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People wait outside a mosque in central Christchurch, New Zealand, March 15, 2019. Many people were killed in a mass shooting at a mosque, a witness said.
Mark Baker/AP
Citizenship

At Least 49 Dead in New Zealand Terror Attack on 2 Mosques


Why Global Citizens Should Care
From the political Islamophobia of Norwegian mass-murderer Anders Breivik to the attack on a mosque in London’s Finsbury Park, a rising tide of far-right terrorism has targeted Muslims in acts of extreme violence. To truly achieve Global Goal 16 for peace and justice it’s vital we come together to fight hate wherever we find it. Join our movement to stand up for the world’s most vulnerable communities.

Shootings at two mosques in Christchurch Friday have left at least 49 people dead in an attack New Zealand’s Prime Minister Jacinda Ardern labeled an “extraordinary act of unprecedented violence."

Around 1.45PM local time, point-of-view video footage of the terror attack was posted live to social media. A 28-year-old Australian male has been arrested and charged with the murder, while two others remain in police custody. Around 20 people are seriously injured.  

"Many of the people affected by this act of extreme violence will be from our refugee and migrant communities. New Zealand is their home. They are us,” Ardern stated in a live media cross. "The person or people who carried out this act of unprecedented violence are not. There is no place in our home for them."

In the wake of the attack, Australian Prime Minister Scott Morrison confirmed the attacker was an Australian-born citizen and requested flags be flown at half-mast.

Read More: The Day After the Mosque Burns— How Two Anti-Muslim Hate Crimes Revealed Incredible Stories of Love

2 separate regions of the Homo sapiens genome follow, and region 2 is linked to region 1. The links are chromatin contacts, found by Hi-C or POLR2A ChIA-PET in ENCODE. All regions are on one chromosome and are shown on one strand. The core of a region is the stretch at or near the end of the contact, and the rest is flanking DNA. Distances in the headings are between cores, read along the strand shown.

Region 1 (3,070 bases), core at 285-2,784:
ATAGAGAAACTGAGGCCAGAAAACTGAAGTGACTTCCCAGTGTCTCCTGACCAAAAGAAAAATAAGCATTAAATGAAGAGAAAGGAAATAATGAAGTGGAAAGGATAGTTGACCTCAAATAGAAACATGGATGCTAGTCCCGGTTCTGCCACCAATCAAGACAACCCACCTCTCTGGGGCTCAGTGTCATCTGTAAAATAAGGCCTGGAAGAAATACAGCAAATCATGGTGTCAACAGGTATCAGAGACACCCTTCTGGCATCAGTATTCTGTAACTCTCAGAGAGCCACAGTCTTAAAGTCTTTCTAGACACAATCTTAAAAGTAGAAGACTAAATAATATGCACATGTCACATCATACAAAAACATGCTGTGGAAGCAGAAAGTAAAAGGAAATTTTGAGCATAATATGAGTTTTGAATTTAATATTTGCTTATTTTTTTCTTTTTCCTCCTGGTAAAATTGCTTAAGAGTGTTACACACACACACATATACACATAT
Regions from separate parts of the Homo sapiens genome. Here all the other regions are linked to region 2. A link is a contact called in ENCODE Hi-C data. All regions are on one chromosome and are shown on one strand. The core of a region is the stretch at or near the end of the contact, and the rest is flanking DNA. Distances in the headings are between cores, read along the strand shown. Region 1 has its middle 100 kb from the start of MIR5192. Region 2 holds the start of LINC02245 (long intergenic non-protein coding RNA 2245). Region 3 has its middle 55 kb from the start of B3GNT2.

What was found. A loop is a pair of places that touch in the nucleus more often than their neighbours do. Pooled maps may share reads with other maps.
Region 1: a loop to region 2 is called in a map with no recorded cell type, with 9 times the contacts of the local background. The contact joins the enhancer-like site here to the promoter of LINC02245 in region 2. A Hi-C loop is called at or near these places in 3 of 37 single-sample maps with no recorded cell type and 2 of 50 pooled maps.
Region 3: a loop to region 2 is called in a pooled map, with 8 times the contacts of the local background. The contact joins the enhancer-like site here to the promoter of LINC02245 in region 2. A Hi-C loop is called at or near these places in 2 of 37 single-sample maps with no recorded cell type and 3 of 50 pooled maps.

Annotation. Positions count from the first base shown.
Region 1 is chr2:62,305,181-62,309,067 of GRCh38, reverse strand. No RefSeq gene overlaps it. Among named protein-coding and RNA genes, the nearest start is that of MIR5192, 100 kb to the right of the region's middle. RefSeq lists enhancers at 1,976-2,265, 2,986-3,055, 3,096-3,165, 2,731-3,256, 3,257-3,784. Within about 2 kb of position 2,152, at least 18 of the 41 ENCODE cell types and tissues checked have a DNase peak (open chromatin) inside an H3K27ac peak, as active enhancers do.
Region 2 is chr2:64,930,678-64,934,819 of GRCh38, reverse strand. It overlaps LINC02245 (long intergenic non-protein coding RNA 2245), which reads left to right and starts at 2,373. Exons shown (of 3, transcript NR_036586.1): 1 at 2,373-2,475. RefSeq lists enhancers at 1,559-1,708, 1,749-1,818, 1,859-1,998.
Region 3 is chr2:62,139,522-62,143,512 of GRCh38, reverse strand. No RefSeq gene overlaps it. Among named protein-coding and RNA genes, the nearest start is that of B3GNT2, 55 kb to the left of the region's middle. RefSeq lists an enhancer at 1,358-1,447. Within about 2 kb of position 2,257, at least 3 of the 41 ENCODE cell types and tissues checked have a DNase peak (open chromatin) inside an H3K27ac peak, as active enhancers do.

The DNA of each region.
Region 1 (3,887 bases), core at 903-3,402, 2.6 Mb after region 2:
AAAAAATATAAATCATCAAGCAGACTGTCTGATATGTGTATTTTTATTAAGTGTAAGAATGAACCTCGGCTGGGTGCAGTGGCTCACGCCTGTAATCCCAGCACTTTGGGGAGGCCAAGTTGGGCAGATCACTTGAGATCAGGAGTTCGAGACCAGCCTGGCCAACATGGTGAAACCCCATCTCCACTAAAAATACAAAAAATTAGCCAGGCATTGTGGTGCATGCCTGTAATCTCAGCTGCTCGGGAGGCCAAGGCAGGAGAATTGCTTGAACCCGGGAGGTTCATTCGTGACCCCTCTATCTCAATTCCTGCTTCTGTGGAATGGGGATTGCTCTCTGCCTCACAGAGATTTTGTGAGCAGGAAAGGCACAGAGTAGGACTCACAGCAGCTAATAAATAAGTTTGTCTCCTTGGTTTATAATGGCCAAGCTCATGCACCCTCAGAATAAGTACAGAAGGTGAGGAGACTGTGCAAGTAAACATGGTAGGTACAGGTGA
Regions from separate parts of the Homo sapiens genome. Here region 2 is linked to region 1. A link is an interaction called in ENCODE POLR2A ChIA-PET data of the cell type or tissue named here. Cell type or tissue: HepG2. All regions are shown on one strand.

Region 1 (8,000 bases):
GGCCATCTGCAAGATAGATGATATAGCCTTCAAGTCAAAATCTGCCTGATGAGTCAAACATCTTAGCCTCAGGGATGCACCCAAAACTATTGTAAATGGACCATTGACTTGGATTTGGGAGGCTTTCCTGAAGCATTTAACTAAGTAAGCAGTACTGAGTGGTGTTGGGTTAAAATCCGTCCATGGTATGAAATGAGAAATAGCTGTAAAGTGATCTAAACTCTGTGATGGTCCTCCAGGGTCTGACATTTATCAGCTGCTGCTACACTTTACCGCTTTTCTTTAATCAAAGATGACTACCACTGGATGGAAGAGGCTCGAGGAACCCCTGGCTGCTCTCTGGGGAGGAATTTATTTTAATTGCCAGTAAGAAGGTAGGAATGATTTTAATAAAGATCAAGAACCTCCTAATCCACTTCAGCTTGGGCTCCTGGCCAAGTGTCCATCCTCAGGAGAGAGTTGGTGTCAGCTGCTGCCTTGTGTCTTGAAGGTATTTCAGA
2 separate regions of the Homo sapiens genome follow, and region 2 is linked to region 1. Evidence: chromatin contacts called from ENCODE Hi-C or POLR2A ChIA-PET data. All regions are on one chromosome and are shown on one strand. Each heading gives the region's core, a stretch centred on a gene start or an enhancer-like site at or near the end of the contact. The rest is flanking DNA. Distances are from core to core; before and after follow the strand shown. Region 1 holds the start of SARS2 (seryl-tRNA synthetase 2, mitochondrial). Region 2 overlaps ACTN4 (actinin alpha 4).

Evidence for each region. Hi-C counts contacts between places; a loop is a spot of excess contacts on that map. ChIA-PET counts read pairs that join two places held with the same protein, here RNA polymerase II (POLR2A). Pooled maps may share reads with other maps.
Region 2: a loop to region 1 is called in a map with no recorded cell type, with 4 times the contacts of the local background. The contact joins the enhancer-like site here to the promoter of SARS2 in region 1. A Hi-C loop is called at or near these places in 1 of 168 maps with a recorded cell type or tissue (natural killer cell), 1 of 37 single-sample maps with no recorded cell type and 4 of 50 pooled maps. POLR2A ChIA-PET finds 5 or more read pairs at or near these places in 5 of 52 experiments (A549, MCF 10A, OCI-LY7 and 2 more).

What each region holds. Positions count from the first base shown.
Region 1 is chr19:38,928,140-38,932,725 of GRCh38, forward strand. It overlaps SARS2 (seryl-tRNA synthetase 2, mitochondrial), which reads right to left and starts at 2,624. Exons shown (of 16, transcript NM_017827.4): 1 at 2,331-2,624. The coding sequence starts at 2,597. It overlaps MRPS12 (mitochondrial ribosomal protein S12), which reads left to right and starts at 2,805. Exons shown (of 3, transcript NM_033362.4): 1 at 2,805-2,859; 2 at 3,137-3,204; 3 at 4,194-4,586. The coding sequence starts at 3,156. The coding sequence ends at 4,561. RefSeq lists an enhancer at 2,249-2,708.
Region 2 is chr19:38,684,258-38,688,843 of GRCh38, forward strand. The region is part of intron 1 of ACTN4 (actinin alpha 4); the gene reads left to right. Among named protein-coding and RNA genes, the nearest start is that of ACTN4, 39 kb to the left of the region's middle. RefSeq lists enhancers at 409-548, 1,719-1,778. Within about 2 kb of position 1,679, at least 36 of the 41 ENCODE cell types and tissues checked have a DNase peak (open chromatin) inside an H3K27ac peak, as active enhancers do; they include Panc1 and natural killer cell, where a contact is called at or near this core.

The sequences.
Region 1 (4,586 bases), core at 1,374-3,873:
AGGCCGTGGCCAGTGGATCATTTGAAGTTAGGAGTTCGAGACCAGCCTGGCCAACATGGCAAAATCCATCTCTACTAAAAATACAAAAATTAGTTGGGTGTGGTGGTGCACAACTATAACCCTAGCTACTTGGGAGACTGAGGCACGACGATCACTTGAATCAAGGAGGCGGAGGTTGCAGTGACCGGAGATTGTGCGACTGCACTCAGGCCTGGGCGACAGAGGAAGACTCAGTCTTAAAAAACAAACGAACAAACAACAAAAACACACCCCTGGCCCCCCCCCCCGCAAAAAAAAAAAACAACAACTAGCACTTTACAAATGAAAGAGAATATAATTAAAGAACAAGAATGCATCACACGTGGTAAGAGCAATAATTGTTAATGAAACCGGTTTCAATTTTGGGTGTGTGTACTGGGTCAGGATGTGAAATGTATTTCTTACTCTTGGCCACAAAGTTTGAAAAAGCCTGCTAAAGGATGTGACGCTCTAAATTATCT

"Australia and New Zealand are not just allies, we’re not just partners, we are family,” he announced in a media statement. “As family members with our New Zealand cousins, today we grieve, we are shocked, we are appalled, we are outraged, and we stand here and condemn absolutely the attack that occurred today by an extremist, right-wing, violent terrorist that has taken the lives, stolen the lives, in a vicious, murderous attack, that has claimed so many New Zealanders.”

Countries around the world similarly echoed their deepest condolences.  

Prime Minister of the United Kingdom Theresa May tweeted her thoughts to all victims.

"On behalf of the UK, my deepest condolences to the people of New Zealand after the horrifying terrorist attack in Christchurch,” May stated. “My thoughts are with all of those affected by this sickening act of violence.”

Muslim-majority Indonesia extended their deepest sympathies while revealing two Indonesian citizens were injured during the attacks.

"The government and the people of Indonesia convey deep condolences to the victims and their families," Foreign Minister Retno Marsudi announced.

Pakistan Prime Minister Imran Khan cited Islamophobia as a result of the September 11 attacks as a contributing factor to the massacre.

"Shocked and strongly condemn the Christchurch, New Zealand, terrorist attack on mosques. This reaffirms what we have always maintained — that terrorism does not have a religion. Prayers go to the victims and their families," Khan tweeted.

Tweets and condolences continue to stream in from around the world.

New-Zealand-Mosque-Shooting-World-Reacts.jpgYoung demonstrators hold banners from multi-faith group 'Turn to Love' during a vigil at New Zealand House in London, Friday, March 15, 2019.
Image: Kirsty Wigglesworth/AP

New-Zealand-Mosque-Shooting-World-Reacts-2.jpgIndian Muslims hold placards during a condolence meeting and protest against Friday's mass shootings in New Zealand in Mumbai, India, Friday, March. 15, 2019.
Image: Rajanish Kakade/AP

Christchurch police have requested all residents stay inside and all mosques remain closed while investigations continue.


Members of the public can register missing persons or register themselves as alive on the Restoring Family Links (RFL) website. People living in New Zealand can also register missing persons by calling 0800 115 019.